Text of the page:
#RivetingReviews June 2024 – Introduction by Rosie Eyre

June has bloomed, the sun is shining (or is trying to), and that can only mean one thing … our #RivetingReviews are back with a sizzling midsummer special! We might not be able to guarantee wall-to-wall sunshine, but we can promise a bumper crop of hot-off-the-press translated titles to whisk you on your travels across Europe this summer.   

As the eyes of the world turn to France for the Paris Olympics, Ewa Sherman kicks off our grand tour with David Foenkinos’s bittersweet novel about the Channel-hopping Franco-English schoolboy who almost pipped Daniel Radcliffe to the role of Harry Potter – and the obsessional ‘onslaught of emotions’ that follow the blow of coming ‘Second Best‘.

From the Paris of noughties boy-wizard mania, we journey 500 miles south and fifty years back in time to Catalonia, where Jean-Baptiste Clément’s Paris Commune-era song provides title inspiration for Montserrat Roig’s novel The Time of Cherries, reviewed by West Camel. While change is in the air as the Franco dictatorship nears its end, the trauma of what has been cannot be so easily shaken off, as protagonist Natàlia discovers on her return to family life in Barcelona after a decade away. 

The spectres of bygone demons also loom large for Nat, the literary-translator lead character of Sara Mesa’s Un Amor – reviewed by Mandy Wight – which sweeps us into the heart of southern Spain for a translation retreat that turns out to be anything but ‘La Escapa’ from her past that the village’s name promises. 

Cruising east from the foot of Spain to the heel of Italy, Riveter-in-chief Rosie Goldsmith brings us the first non-fiction title of this summer’s selection, Your Little Matter, in which Italian poet and broadcaster Maria Grazia Calandrone retraces the untold story of her tragic birth mother, Lucia. Staying in Italy, enigma also fills the air in fictional Venice, the setting of Carlo Fruttero and Franco Lucentini’s The Lover of No Fixed Abode, reviewed by Max Easterman.

If Fruttero and Lucentini’s mystery novel-cum-passion tale is the perfect foil for ‘a glass of good vino del Veneto’, the tone is rather more sober in Turkey, where Petar Penda takes us for the southernmost leg of our journey. Based on real-life events, Çiler İlhan’s Engagement is a slim but powerful parable about ‘modern-day evil and its effects’, fictionalising the intervillage rivalry that led to the massacre of over forty people during an engagement party in 2009.

Striking north to Ukraine and Poland, history also hangs heavy in Tanja Maljartschuk’s Forgottenness – the second of Mandy Wight’s summer reads – where the ‘struggle for Ukrainian statehood’ is explored through the parallel stories of early twentieth-century independence fighter Viacheslav Lypynskyi and the modern-day narrator, whose lives gradually reveal unsuspected connections.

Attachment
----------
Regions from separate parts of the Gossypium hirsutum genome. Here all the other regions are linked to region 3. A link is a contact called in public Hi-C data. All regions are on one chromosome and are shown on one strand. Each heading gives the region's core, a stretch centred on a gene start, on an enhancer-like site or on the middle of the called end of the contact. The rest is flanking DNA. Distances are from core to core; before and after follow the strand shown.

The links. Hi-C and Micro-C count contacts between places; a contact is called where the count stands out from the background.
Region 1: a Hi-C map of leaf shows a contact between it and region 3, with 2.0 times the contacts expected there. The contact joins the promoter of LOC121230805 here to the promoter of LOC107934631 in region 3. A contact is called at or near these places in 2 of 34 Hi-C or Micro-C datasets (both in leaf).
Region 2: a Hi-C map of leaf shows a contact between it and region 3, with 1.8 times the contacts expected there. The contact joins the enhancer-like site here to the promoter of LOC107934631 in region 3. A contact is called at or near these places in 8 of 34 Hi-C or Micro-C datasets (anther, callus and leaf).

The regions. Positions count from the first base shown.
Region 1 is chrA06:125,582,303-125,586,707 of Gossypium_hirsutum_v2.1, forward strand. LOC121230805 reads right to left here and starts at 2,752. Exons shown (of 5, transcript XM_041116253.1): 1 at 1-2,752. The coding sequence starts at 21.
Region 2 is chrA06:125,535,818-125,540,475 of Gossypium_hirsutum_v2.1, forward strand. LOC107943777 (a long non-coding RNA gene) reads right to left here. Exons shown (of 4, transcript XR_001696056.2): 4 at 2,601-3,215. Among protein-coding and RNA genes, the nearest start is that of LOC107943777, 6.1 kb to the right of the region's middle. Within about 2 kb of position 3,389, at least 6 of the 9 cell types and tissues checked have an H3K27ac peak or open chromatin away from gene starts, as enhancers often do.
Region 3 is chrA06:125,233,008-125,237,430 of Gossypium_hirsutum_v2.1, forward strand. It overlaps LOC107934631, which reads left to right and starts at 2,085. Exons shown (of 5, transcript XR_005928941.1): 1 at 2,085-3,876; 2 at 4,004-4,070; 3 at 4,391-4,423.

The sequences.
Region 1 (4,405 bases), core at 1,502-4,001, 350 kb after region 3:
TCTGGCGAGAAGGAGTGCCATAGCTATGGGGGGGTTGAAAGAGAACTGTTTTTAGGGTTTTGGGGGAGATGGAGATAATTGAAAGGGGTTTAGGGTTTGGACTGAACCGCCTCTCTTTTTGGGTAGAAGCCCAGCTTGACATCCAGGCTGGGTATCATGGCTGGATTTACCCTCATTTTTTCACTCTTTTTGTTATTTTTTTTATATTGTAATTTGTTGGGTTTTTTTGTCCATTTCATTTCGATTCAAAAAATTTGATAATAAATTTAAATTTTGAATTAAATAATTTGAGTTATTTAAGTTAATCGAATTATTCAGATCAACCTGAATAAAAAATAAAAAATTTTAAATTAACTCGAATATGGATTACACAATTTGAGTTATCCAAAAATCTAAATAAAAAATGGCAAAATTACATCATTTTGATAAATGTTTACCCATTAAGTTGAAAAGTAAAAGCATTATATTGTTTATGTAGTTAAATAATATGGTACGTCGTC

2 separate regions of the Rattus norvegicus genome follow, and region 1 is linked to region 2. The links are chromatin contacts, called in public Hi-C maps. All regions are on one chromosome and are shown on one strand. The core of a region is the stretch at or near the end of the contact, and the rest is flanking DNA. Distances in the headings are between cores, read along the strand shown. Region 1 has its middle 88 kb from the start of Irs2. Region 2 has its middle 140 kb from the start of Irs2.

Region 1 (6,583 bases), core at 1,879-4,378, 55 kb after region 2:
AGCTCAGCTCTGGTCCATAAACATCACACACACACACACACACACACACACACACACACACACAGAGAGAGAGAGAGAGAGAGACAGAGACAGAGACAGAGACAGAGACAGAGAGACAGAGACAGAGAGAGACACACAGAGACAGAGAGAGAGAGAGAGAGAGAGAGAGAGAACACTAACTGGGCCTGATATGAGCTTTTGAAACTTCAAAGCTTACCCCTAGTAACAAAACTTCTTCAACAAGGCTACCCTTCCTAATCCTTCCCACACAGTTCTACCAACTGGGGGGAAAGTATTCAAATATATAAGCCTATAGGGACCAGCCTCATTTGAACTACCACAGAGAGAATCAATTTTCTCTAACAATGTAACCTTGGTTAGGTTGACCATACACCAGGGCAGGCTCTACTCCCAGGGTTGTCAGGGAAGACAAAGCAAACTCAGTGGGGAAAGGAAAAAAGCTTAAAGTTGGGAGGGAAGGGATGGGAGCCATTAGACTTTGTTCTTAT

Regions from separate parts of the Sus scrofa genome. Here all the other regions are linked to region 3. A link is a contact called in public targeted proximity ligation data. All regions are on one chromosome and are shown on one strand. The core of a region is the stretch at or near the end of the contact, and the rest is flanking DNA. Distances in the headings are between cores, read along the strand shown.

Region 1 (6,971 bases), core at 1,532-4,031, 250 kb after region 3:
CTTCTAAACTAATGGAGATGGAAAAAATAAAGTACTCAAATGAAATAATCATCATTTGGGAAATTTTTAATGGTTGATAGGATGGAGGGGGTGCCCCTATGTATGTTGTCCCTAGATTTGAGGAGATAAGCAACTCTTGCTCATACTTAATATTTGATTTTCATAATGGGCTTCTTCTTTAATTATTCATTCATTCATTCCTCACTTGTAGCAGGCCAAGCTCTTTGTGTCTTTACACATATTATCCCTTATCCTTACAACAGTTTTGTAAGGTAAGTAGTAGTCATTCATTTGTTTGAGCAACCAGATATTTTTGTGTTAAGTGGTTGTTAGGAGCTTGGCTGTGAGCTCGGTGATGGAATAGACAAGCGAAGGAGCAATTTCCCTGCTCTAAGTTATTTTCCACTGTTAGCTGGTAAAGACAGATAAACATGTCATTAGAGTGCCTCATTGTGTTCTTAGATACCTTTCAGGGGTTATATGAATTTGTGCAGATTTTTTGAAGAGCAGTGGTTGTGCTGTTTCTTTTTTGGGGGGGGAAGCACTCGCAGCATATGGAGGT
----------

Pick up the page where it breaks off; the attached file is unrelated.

The early twentieth century similarly provides the political backdrop for Ginster, Siegfried Kracauer’s republished novel from 1928 probing the less glorious face of German home-front fervour during the First World War. Ginster might not be fighting on the front line, but he has more than enough grappling to do with his own conscience in what Paul Burke lauds as a ‘clever alternative narrative of war’.

Jumping forward to the closing decades of twentieth-century history, Caroline Wyatt treats us to a ‘glorious’ slice of contemporary German fiction from Sasha Salzmann, whose loosely auto-fictional Glorious People follows two Soviet-era Russian-speaking Ukrainian families as they flee ‘the wreckage of the USSR’ and head west to Germany ‘to see what they can salvage of their lives’. 

As we leave Glorious People with the coming of age of the families’ youngest generations, Scandinavia beckons with a very different intergenerational tale from August Prize-winning Swedish writer, Linnea Axelsson. Over an epic novel in verse, Ædnan charts the struggles of two Sámi families across a century from 1913 to 2016, as they are forced from their traditional way of life and begin the long road to reclaiming their identity in twenty-first-century Sweden.

After Ædnan’s 400-page epic, Darcy Hurford completes her brace of Swedish picks with Balsam Karam’s slimmer but no more lightweight The Singularity, in which a tragic chance encounter leaves the fates of two women from distant corners of the world indissolubly intertwined. 

Swapping Sweden for Iceland, I take on dystopian referendum drama in Fríða Ísberg’s The Mark, before Max Easterman’s rounds off our Nordic leg – and concludes our summer reading tour – with the latest novel from veteran Faroese crime fiction writer Jógvan Isaksen, who proves that even in a country of under 53,000 people and very little crime, there’s always another case to be solved . . .

We’ll be back with more #RivetingReviews in September, when West Camel will reprise the editing hotseat with the pick of the autumn crop. In the meantime, please feel free to send any review suggestions to contact@eurolitnetwork.com, and we hope that you enjoy a very happy summer of reading ahead!

Rosie Eyre

Category: June 2024

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